"She came in and gave a great reading, but I wanted it to be perfect," Tarantino told Guardian Unlimited. "I didn't just want to cast somebody because I like them or cast somebody because I want to work with them. I wanted it to be the perfect marriage. I am not just thinking about this actor in this role. I am thinking how … does it affect the whole ensemble and everything like that. The thing is, it gave me a chance to actually work with Pam. I felt like I had worked with her in the audition. I was just going to take it another step further when it was right, and [Jackie Brown] was right as rain." Since Grier's leading role in Jackie Brown, she has worked very steadily and is currently starring in Showtime's lesbian drama The L Word.

When Tarantino was looking for a seasoned actor to portray Jackie Brown's love interest in the film, he had a wish list in mind: Paul Newman, Gene Hackman, John Saxon, and Robert Forster. "I was always leaning more towards Robert Forster, and I walked into a restaurant with my notebook to do some writing, and he was there, and I thought, 'That's Max Cherry, he's right there.' C'est la vie to the three—all terrific actors. All would have done a wonderful job, but they are not Max Cherry; Robert is," Tarantino added. Since then, Forster kissed his days of struggle goodbye and started working with hot directors such as Gus Van Sant, David Lynch, and Michel Gondry.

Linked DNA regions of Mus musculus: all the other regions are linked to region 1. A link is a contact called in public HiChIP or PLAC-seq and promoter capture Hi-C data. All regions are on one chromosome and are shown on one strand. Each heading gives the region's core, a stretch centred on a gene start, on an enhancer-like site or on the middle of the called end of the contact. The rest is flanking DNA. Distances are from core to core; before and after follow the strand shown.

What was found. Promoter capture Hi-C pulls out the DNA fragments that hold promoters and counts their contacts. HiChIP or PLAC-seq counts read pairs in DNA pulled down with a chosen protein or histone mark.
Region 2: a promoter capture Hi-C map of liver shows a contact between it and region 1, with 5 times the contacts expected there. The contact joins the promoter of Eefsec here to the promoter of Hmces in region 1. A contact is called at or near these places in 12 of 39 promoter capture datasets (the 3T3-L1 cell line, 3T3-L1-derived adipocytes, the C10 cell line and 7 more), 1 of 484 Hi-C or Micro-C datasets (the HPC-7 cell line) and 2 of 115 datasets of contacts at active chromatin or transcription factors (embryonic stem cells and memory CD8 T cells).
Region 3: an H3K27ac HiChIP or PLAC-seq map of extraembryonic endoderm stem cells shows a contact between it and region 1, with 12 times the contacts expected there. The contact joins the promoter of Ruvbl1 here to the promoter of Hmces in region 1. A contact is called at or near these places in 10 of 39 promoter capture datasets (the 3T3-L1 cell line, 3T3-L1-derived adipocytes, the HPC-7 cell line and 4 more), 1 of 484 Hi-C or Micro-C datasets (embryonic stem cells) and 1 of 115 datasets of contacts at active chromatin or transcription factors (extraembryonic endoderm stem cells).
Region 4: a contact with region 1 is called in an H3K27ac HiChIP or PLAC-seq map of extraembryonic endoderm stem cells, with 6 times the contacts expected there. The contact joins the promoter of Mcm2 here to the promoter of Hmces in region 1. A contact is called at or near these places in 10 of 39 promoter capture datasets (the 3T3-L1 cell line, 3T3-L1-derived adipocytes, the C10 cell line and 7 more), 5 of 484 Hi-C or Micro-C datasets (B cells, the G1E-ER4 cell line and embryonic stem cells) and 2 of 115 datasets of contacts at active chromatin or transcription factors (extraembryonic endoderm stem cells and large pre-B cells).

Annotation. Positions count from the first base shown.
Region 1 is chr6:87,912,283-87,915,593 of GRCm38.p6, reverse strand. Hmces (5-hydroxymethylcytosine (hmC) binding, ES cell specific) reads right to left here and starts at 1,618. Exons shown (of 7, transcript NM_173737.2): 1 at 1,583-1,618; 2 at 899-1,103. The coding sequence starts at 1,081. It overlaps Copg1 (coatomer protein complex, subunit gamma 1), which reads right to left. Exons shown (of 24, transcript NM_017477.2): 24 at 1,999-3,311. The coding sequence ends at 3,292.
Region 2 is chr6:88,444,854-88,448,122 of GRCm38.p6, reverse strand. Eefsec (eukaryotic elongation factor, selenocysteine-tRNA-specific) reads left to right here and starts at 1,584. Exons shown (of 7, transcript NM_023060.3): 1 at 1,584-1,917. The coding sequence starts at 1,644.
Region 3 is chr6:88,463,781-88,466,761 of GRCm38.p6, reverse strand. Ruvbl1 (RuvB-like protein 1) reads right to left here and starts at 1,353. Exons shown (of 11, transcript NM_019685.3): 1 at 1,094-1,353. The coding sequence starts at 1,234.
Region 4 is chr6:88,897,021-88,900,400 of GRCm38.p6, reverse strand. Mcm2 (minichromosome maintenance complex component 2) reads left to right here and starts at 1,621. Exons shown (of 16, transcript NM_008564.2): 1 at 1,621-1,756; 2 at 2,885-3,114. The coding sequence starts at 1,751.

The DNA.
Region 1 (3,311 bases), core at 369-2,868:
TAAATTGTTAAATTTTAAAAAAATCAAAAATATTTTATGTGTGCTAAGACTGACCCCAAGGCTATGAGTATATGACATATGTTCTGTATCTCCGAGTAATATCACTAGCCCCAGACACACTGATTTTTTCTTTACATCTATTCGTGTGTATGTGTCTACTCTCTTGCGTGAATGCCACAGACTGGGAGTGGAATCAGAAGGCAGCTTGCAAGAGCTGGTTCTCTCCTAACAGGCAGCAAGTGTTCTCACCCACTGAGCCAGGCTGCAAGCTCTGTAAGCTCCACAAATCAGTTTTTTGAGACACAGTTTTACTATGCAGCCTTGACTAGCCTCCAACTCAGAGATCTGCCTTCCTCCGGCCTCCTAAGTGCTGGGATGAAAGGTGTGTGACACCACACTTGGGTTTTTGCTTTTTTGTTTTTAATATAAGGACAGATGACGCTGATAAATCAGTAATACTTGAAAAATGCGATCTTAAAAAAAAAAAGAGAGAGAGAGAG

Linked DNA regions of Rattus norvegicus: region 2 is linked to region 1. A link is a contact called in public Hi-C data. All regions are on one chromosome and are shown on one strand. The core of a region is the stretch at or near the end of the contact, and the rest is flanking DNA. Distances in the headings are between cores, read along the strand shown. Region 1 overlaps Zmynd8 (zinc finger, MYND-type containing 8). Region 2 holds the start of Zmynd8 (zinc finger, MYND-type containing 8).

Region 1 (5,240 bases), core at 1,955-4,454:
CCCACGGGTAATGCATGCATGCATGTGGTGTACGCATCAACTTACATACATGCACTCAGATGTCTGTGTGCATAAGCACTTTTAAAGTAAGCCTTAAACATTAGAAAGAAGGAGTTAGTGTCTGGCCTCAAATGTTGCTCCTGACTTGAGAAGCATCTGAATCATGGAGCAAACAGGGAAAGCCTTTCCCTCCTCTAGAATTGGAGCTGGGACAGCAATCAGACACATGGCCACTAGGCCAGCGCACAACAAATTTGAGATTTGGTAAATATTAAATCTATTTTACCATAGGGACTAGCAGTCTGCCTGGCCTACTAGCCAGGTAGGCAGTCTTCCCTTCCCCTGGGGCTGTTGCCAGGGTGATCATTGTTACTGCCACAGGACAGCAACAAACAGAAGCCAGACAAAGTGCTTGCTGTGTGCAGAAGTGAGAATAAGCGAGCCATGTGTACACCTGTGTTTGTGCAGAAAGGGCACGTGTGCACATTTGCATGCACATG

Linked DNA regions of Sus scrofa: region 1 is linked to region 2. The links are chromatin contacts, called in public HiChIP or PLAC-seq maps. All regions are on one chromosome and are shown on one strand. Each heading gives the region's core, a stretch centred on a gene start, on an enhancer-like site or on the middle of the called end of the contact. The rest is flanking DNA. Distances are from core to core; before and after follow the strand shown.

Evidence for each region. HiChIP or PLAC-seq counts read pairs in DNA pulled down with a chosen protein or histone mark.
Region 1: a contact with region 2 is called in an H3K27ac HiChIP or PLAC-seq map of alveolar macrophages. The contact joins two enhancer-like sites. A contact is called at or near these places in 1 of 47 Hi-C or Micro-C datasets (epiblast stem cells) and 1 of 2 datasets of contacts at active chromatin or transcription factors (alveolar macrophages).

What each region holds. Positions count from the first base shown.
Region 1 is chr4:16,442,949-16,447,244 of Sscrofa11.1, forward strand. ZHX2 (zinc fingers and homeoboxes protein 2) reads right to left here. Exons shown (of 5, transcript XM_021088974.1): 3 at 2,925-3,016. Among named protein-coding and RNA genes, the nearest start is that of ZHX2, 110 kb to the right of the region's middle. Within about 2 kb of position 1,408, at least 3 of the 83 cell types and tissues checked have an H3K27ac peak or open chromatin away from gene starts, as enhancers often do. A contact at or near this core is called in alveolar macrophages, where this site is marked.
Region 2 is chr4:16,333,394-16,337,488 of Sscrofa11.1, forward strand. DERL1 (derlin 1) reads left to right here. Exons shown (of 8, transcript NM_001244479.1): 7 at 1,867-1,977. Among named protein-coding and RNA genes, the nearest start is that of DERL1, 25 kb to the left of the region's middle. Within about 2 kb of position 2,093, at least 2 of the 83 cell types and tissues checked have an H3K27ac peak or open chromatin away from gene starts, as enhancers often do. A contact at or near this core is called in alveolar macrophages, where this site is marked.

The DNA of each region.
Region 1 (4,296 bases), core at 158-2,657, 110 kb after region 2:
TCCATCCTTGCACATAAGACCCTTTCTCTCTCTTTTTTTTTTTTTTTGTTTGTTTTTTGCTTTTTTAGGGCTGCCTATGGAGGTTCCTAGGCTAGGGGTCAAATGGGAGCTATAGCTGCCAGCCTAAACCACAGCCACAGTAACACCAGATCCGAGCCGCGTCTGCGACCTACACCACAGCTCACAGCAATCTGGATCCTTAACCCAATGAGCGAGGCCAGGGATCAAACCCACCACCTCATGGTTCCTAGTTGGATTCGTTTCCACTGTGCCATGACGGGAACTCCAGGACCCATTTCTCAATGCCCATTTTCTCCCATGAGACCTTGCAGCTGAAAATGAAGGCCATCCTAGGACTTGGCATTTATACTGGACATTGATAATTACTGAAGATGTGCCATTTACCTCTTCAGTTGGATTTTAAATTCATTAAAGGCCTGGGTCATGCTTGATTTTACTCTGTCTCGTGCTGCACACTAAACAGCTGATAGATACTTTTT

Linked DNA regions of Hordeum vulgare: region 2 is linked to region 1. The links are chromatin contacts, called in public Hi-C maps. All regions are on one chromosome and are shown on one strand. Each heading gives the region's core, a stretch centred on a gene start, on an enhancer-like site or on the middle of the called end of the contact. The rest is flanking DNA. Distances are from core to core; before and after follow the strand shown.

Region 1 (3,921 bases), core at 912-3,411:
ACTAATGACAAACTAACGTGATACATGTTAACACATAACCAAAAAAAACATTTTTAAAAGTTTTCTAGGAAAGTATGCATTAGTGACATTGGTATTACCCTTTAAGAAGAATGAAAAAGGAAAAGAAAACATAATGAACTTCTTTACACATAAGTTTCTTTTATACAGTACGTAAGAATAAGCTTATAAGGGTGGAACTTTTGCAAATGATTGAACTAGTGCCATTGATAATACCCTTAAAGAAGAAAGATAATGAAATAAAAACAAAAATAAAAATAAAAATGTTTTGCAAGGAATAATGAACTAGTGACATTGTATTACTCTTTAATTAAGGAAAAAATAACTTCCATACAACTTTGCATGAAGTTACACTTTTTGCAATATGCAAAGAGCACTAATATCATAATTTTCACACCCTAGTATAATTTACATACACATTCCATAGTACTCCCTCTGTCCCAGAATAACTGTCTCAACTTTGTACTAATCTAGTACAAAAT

The career resurrection continued with Tarantino's recent action-packed Kill Bill films. An homage to spaghetti Westerns and martial arts films, it placed 1980s darling Darryl Hannah back into the mainstream—as it did for Uma Thurman, who hadn't hit a career peak since her Oscar-nominated performance as Mia Wallace in Pulp Fiction. But it was David Carradine, one of Tarantino's early childhood favorites, who found his true comeback as the title character in the series, although he wasn't the first choice. Warren Beatty had signed on to play the role but then demurred when he realized the commitment it would have taken, including three months of kung fu training in China. At the same time, Tarantino had been reading Carradine's autobiography Endless Highway, and he started to mold Bill in a style more suited to the actor.

"I'm a huge fan of [Carradine's]," Tarantino told Playboy. "Along with a few actors such as Jack Nicholson and Christopher Walken, David is one of the great mad geniuses of the acting community. There is also the aspect of having Gordon Liu representing Hong Kong, Sonny Chiba representing Japan, and David Carradine, star of Kung Fu, representing America—a literal roundup of the three countries that made martial arts the genre that it is."